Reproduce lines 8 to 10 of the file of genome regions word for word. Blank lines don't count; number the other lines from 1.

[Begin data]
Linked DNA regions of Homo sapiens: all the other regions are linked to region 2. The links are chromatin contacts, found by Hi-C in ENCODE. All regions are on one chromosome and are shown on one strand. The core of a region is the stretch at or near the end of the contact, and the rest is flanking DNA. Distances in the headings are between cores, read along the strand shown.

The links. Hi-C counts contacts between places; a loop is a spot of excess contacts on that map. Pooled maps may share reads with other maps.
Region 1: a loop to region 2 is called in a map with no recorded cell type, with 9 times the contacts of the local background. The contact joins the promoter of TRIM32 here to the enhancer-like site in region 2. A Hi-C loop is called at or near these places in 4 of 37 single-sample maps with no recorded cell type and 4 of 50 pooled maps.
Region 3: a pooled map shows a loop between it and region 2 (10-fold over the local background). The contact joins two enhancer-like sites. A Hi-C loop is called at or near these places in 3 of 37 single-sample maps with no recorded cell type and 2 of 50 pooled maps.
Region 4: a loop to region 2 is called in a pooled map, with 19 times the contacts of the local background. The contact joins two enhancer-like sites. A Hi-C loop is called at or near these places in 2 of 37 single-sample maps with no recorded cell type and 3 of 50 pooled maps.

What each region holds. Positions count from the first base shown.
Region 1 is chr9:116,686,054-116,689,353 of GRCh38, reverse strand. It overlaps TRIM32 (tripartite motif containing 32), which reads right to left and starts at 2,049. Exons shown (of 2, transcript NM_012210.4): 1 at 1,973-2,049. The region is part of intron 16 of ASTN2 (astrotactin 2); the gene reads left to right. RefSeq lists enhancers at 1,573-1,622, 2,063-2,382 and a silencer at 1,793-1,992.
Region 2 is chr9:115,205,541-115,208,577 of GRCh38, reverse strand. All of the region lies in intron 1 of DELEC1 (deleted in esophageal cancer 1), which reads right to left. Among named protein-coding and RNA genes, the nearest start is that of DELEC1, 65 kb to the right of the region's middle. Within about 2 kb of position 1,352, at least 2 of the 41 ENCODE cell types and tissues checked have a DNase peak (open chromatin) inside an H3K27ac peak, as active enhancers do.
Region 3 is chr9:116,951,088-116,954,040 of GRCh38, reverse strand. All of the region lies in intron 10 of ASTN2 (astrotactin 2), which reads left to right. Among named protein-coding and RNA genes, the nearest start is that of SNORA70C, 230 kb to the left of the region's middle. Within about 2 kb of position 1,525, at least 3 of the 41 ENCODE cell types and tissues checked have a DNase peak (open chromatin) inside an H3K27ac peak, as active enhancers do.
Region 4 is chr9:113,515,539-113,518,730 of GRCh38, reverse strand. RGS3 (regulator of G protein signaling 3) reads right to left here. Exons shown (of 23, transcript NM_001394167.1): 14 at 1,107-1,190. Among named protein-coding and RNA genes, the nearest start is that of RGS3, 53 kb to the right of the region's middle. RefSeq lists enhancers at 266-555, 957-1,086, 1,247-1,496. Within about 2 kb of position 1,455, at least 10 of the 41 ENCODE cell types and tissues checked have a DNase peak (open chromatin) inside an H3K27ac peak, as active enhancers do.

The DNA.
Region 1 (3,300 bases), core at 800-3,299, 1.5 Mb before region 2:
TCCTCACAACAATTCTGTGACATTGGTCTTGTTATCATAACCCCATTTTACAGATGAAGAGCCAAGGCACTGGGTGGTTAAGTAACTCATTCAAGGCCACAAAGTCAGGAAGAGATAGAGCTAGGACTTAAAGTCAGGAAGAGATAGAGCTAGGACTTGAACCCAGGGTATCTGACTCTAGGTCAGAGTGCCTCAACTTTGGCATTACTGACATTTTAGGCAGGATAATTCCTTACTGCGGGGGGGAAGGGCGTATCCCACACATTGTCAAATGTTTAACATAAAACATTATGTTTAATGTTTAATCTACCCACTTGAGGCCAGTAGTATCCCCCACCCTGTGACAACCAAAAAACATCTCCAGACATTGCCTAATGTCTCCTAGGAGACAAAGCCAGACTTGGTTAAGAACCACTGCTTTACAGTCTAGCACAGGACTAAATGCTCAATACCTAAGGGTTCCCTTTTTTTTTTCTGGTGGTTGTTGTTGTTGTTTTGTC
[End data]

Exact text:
Region 2 is chr9:115,205,541-115,208,577 of GRCh38, reverse strand. All of the region lies in intron 1 of DELEC1 (deleted in esophageal cancer 1), which reads right to left. Among named protein-coding and RNA genes, the nearest start is that of DELEC1, 65 kb to the right of the region's middle. Within about 2 kb of position 1,352, at least 2 of the 41 ENCODE cell types and tissues checked have a DNase peak (open chromatin) inside an H3K27ac peak, as active enhancers do.
Region 3 is chr9:116,951,088-116,954,040 of GRCh38, reverse strand. All of the region lies in intron 10 of ASTN2 (astrotactin 2), which reads left to right. Among named protein-coding and RNA genes, the nearest start is that of SNORA70C, 230 kb to the left of the region's middle. Within about 2 kb of position 1,525, at least 3 of the 41 ENCODE cell types and tissues checked have a DNase peak (open chromatin) inside an H3K27ac peak, as active enhancers do.
Region 4 is chr9:113,515,539-113,518,730 of GRCh38, reverse strand. RGS3 (regulator of G protein signaling 3) reads right to left here. Exons shown (of 23, transcript NM_001394167.1): 14 at 1,107-1,190. Among named protein-coding and RNA genes, the nearest start is that of RGS3, 53 kb to the right of the region's middle. RefSeq lists enhancers at 266-555, 957-1,086, 1,247-1,496. Within about 2 kb of position 1,455, at least 10 of the 41 ENCODE cell types and tissues checked have a DNase peak (open chromatin) inside an H3K27ac peak, as active enhancers do.